However, the Deputy asked directly where we were with the European Commission regarding the detail of what can be agreed with the European Commission in the context of a no-deal Brexit, with the twin objectives I outlined earlier. That process has not concluded yet. Our team met the European Commission last week. They are meeting the Commission again this week and we are now talking directly about how we can minimise the disruption to the all-island economy while ensuring that the Republic of Ireland does not get taken out of the EU Single Market by default by not doing anything or not doing enough, while at the same time recognising that we have to protect North-South co-operation, the Good Friday Agreement and its structures and the benefits of all-island trade as best we can. If the British Government decides to trigger a no deal by refusing to compromise or to live up to the commitments it has already made in the past, and if a British Parliament allows that to happen, we face very difficult choices. However, the priorities will be as I outlined, protecting an all-island economy on the one hand because it is a reinforcer of peace and, at the same time, ensuring that Ireland is not taken out of the Single Market by default against its will. However, that will involve difficult choices and a very open discussion in this Chamber in terms of how and why we have made those choices. I hope I will get the support of colleagues in our attempts to get that fragile balance right should it come to it.

I fully understand the importance of the backstop. It remains the bottom line in terms of the very minimum that is needed to protect our economic interests and avoid a hard border on the island of Ireland. As 31 October approaches and pressure mounts, we ask that the Government does not blink in the face of Tory intransigence and the recklessness of Boris Johnson's Government but we also need to be clear there can be no return to a hard border. There is consensus in the House on that. There can be no more division on the island. As for the idea of having customs checks, there is concern about a return to customs checks at the Border.

The Tánaiste mentioned the Good Friday Agreement: it is the Irish people's agreement and an international agreement passed by huge majorities. We understand the importance the European Commission places on protecting the Single Market but that cannot come at any cost or at the cost of the Good Friday Agreement.

Our job is not to negotiate the imposition of a Border on the island of Ireland. We need to agree on that. That should not be our job with respect to the European Commission. It is our job to work with our European partners at all costs to prevent this disastrous scenario emerging for the future of peace on this island.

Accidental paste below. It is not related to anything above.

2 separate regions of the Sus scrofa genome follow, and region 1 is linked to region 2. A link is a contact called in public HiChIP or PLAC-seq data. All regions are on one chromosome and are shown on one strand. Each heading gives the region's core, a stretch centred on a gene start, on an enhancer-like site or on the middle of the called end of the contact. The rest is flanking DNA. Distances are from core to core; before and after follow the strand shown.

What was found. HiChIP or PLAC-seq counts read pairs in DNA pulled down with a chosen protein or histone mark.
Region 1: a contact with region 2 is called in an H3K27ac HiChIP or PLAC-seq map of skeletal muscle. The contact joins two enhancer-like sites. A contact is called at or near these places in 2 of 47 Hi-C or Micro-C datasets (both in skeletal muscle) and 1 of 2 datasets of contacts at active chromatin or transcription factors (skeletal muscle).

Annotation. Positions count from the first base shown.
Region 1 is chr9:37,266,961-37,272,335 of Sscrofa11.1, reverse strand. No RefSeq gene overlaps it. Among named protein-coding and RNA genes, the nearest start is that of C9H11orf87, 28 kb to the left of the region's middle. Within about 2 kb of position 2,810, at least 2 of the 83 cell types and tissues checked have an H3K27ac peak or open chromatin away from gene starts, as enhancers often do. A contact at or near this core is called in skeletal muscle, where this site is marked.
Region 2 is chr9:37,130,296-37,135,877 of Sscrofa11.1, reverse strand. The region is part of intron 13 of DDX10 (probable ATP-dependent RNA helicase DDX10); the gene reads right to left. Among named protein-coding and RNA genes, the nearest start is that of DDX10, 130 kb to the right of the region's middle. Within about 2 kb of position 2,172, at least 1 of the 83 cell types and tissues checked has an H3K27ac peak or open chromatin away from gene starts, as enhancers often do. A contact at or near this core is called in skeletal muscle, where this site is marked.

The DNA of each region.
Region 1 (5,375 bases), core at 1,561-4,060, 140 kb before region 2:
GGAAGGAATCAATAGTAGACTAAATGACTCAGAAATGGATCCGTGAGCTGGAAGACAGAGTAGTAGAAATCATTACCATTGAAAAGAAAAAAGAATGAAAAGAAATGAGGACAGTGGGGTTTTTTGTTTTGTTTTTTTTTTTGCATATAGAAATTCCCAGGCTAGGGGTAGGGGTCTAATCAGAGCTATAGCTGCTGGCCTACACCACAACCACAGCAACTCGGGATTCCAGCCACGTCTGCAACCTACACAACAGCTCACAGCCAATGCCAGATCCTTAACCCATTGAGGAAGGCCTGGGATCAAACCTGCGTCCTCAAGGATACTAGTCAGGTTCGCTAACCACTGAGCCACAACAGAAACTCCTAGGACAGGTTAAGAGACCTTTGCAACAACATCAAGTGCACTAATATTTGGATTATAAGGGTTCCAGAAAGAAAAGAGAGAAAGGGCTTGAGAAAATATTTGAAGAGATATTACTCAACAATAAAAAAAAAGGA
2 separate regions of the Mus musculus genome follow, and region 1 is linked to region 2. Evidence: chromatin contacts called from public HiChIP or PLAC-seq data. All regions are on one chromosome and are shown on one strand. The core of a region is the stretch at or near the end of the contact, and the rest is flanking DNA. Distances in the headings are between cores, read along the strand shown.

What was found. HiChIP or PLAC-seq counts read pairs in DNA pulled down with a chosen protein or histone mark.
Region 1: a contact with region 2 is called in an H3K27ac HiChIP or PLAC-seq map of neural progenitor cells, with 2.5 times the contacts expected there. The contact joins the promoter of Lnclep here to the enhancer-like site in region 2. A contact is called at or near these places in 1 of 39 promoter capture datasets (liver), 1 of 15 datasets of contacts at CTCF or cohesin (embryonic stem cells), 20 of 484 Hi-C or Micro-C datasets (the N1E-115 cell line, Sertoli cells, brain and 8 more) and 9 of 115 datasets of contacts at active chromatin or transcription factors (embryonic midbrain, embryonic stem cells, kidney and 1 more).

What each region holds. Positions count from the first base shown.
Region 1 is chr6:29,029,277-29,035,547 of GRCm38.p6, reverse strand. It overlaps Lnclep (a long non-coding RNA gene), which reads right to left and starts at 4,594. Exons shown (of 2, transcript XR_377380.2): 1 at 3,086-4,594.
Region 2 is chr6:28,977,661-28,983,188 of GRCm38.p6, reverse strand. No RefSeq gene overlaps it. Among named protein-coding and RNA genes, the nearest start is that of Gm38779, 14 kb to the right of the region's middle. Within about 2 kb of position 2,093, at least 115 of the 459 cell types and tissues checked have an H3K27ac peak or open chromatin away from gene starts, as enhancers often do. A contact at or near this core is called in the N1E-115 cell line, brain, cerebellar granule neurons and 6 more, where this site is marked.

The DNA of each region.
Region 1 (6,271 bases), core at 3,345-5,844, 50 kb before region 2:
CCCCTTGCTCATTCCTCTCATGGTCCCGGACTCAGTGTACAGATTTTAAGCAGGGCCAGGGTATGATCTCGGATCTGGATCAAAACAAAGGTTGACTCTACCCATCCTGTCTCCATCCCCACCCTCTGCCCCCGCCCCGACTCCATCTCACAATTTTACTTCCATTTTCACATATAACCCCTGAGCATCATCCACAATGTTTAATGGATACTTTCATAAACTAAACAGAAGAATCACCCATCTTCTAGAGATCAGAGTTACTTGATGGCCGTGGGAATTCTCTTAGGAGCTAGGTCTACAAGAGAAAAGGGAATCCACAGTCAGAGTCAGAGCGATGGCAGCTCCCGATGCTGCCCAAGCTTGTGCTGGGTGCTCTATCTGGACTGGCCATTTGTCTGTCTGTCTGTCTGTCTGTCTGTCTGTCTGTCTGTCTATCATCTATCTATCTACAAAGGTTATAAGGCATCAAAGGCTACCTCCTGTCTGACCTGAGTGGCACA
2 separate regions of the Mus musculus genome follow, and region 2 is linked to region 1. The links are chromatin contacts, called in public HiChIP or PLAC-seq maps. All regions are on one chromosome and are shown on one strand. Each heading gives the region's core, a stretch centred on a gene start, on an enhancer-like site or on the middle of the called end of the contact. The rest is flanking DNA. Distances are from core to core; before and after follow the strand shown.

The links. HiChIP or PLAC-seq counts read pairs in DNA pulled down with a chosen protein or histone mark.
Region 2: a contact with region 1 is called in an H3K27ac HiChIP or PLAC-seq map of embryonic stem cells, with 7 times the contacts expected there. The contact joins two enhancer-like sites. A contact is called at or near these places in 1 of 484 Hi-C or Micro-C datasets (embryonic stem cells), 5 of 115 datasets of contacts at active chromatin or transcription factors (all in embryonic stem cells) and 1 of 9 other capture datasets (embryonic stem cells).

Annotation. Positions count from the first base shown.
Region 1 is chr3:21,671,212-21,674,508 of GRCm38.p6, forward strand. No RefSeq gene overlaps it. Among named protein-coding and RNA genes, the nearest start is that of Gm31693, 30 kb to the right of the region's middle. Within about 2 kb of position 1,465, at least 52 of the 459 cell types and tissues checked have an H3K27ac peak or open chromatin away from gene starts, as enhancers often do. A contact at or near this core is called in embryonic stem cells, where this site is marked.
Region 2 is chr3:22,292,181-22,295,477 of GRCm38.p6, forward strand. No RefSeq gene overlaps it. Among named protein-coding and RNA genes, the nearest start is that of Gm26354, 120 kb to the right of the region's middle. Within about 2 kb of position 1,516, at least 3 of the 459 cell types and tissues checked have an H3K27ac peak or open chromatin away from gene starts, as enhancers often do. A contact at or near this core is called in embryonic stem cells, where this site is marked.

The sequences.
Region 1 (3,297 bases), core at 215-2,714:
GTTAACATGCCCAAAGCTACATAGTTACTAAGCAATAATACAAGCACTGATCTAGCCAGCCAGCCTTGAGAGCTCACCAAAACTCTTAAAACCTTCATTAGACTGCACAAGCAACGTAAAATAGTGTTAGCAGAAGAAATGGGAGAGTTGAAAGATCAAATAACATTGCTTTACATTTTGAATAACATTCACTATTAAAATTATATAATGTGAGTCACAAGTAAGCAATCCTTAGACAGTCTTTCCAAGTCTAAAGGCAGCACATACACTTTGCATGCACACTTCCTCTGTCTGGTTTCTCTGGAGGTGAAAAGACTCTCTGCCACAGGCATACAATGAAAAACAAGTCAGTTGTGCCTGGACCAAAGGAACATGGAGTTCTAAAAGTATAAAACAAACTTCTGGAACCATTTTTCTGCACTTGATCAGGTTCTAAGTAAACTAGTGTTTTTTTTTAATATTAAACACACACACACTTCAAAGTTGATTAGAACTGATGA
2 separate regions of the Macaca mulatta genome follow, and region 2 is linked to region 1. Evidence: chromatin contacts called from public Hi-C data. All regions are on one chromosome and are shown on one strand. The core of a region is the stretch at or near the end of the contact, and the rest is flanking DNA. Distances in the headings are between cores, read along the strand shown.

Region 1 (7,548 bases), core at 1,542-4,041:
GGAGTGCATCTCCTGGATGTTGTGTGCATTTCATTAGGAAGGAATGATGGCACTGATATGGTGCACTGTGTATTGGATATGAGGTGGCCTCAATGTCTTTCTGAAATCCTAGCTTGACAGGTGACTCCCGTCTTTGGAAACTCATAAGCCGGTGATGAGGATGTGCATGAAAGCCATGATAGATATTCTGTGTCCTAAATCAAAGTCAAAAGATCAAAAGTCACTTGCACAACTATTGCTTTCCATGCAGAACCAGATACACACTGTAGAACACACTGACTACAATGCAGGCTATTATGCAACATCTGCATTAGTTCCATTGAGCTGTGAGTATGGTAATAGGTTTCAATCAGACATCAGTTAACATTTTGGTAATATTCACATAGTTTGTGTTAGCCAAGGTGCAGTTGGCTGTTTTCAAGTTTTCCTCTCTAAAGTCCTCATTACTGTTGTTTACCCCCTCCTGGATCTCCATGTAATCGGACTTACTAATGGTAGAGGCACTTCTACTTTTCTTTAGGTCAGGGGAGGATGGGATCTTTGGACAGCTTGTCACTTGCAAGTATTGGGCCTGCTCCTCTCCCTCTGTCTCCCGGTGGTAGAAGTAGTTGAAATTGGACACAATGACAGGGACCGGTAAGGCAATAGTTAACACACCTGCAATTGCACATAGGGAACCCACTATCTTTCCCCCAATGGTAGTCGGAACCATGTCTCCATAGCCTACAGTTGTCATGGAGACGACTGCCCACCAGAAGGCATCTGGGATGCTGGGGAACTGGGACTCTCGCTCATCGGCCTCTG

I have a few questions. The Irish people will not accept any return to or a hardening of the Border on the island of Ireland as a result of that but does the European Commission and our European partners get that?

The Deputy will have another opportunity to ask a further supplementary.

I call the Tánaiste to respond to the first supplementary.

Does Deputy Chambers wish to ask a supplementary?

The first supplementaries should be separate and I will combine the second supplementaries.

I would like to make a few points. First, and I said this earlier, Ireland will not support any deal that involves us acquiescing to the reintroduction of Border infrastructure on the island. That cannot be the compromise that gets the deal across the line because essentially what we would be doing is moving away from regulatory alignment as the way of solving this problem towards trying to manage Border infrastructure and trying to limit the damage as best we can. We have an approach to solve this problem, albeit on a temporary basis but for as long as necessary until other solutions emerge. It is called the backstop. It can be UK-wide or it can be Northern Ireland-specific – we do not mind. That commits to ensuring there is a level playing field and common rules on both sides of Border on this island to ensure we do not have to put checks in place again, whether they be on the Border or anywhere else for that matter. That was the commitment in terms of the approach back in December 2017. It was also the commitment in the withdrawal agreement that got supported. We want to try to find a way of ensuring that commitment is followed through on. If the British Government wants to replace the backstop, it must replace it with something that does the same job. That is our position. Our position in a no-deal scenario is that we will need to put temporary emergency solutions in place that protect our place in the Single Market while we continue to negotiate and advocate for more comprehensive solutions.